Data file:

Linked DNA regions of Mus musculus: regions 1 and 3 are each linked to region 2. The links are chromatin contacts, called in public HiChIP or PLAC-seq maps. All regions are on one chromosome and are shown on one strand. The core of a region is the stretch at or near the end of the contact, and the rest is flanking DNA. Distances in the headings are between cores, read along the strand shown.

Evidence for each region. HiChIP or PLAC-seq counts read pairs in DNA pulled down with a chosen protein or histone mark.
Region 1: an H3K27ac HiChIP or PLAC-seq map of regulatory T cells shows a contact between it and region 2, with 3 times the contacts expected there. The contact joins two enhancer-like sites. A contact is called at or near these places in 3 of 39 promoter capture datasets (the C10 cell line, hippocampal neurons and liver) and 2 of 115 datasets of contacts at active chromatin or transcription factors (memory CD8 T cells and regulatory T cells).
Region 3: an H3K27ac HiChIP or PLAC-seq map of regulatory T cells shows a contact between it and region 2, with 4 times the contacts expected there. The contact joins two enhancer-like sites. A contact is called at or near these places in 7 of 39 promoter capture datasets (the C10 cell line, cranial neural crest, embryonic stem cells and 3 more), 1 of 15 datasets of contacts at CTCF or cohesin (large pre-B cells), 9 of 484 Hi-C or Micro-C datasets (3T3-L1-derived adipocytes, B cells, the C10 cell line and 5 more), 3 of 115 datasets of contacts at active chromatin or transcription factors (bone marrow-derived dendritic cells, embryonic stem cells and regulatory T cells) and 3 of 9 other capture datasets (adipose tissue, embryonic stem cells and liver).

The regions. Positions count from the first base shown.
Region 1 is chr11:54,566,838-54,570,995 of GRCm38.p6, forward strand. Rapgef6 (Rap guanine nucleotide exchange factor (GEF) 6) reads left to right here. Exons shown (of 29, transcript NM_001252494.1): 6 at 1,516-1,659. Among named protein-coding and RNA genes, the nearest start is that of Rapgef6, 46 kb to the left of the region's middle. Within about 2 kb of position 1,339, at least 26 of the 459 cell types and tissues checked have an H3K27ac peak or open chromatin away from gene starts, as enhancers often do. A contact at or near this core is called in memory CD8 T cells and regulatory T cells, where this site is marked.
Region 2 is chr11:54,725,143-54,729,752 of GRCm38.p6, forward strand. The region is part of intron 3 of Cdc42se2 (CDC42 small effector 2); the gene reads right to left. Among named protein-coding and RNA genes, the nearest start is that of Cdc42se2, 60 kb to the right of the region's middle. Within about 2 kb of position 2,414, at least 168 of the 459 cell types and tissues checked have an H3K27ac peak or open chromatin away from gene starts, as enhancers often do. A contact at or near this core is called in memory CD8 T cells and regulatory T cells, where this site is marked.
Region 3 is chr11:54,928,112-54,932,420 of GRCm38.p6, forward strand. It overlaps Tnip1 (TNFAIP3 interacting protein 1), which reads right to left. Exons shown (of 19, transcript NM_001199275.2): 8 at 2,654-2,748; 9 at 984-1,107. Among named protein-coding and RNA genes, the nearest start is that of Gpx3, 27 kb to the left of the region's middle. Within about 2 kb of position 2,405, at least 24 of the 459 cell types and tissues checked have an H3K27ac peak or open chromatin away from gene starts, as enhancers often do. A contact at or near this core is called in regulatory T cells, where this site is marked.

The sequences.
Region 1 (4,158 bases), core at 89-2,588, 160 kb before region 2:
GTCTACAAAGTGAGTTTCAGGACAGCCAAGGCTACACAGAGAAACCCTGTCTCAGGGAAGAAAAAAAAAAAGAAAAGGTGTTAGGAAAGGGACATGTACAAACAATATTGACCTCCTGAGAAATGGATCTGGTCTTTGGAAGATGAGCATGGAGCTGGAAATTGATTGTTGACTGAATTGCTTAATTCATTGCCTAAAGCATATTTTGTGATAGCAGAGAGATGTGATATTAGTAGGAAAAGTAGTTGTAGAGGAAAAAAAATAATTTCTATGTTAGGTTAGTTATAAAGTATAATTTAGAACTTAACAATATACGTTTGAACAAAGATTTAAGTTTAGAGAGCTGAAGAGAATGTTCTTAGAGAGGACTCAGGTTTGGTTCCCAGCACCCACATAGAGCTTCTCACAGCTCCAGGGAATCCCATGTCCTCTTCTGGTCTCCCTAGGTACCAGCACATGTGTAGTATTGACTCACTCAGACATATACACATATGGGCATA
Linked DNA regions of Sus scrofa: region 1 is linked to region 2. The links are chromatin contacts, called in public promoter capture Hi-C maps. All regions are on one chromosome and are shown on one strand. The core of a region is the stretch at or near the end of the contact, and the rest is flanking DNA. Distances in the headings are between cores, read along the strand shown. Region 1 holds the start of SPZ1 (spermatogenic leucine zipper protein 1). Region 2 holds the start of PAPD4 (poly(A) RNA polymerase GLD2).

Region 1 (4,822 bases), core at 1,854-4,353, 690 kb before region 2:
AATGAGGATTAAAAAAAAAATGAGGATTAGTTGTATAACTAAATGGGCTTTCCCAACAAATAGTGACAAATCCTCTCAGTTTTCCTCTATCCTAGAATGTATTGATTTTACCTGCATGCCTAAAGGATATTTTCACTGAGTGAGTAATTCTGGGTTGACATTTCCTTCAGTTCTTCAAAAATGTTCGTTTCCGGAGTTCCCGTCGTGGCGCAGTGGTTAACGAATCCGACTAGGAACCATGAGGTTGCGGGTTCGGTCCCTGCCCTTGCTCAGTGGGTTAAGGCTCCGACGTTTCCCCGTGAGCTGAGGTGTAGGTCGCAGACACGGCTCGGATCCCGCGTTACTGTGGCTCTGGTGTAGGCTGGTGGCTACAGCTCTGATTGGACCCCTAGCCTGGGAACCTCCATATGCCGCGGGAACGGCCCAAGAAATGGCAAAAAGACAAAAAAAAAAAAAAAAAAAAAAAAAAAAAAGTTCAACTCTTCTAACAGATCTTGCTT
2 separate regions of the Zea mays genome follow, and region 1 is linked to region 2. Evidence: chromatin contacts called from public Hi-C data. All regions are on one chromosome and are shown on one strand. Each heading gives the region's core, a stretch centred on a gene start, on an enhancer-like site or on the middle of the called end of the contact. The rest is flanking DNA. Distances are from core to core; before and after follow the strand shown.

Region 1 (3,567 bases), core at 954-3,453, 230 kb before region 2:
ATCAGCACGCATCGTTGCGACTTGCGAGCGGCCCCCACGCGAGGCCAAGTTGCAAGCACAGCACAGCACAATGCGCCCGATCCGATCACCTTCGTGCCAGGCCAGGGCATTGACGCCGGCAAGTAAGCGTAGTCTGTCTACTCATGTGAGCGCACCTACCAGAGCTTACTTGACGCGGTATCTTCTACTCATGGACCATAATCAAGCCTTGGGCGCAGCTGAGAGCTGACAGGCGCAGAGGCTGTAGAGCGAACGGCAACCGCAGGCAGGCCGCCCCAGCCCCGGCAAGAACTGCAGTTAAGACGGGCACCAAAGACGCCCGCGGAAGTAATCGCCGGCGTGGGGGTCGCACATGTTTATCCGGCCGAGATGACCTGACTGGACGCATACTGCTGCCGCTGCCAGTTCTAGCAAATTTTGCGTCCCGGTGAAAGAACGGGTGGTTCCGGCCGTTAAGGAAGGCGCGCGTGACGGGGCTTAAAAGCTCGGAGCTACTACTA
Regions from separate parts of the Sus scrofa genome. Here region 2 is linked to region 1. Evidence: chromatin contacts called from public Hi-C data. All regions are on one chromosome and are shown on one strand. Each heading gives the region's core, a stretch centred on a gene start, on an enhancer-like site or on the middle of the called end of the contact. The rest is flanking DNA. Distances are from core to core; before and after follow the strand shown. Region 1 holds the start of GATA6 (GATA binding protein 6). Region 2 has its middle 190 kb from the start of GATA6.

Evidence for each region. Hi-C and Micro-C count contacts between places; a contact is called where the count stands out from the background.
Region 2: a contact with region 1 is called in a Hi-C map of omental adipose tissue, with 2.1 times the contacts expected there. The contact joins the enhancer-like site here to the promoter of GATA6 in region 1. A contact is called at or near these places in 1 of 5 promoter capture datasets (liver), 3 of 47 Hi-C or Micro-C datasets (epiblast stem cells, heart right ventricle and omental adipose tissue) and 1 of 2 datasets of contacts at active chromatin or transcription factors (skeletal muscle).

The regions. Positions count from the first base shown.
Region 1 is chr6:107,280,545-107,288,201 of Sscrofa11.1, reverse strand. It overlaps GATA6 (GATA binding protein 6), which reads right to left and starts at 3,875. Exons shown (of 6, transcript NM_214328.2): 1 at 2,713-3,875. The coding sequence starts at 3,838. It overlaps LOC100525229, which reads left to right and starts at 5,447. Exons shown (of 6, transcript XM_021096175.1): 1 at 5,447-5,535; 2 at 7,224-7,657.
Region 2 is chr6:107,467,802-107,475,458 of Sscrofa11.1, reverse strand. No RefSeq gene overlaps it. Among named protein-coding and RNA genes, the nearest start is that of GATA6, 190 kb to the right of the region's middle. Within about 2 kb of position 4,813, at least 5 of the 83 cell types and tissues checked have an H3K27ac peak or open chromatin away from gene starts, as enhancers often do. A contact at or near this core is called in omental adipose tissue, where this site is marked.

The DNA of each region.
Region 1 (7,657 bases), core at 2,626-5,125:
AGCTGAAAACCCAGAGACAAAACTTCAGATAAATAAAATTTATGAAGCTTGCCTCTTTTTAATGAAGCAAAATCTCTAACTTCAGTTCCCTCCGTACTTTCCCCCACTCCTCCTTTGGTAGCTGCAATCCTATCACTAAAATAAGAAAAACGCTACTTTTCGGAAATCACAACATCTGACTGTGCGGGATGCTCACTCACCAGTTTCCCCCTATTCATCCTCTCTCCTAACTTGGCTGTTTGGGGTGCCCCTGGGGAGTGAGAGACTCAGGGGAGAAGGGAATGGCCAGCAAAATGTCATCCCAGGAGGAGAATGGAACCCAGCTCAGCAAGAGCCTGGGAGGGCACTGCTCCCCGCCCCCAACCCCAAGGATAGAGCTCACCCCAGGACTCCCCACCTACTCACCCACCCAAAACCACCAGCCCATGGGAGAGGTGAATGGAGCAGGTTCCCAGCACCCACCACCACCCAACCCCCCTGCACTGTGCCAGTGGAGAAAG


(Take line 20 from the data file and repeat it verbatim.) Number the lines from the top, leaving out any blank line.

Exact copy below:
Region 2: a contact with region 1 is called in a Hi-C map of omental adipose tissue, with 2.1 times the contacts expected there. The contact joins the enhancer-like site here to the promoter of GATA6 in region 1. A contact is called at or near these places in 1 of 5 promoter capture datasets (liver), 3 of 47 Hi-C or Micro-C datasets (epiblast stem cells, heart right ventricle and omental adipose tissue) and 1 of 2 datasets of contacts at active chromatin or transcription factors (skeletal muscle).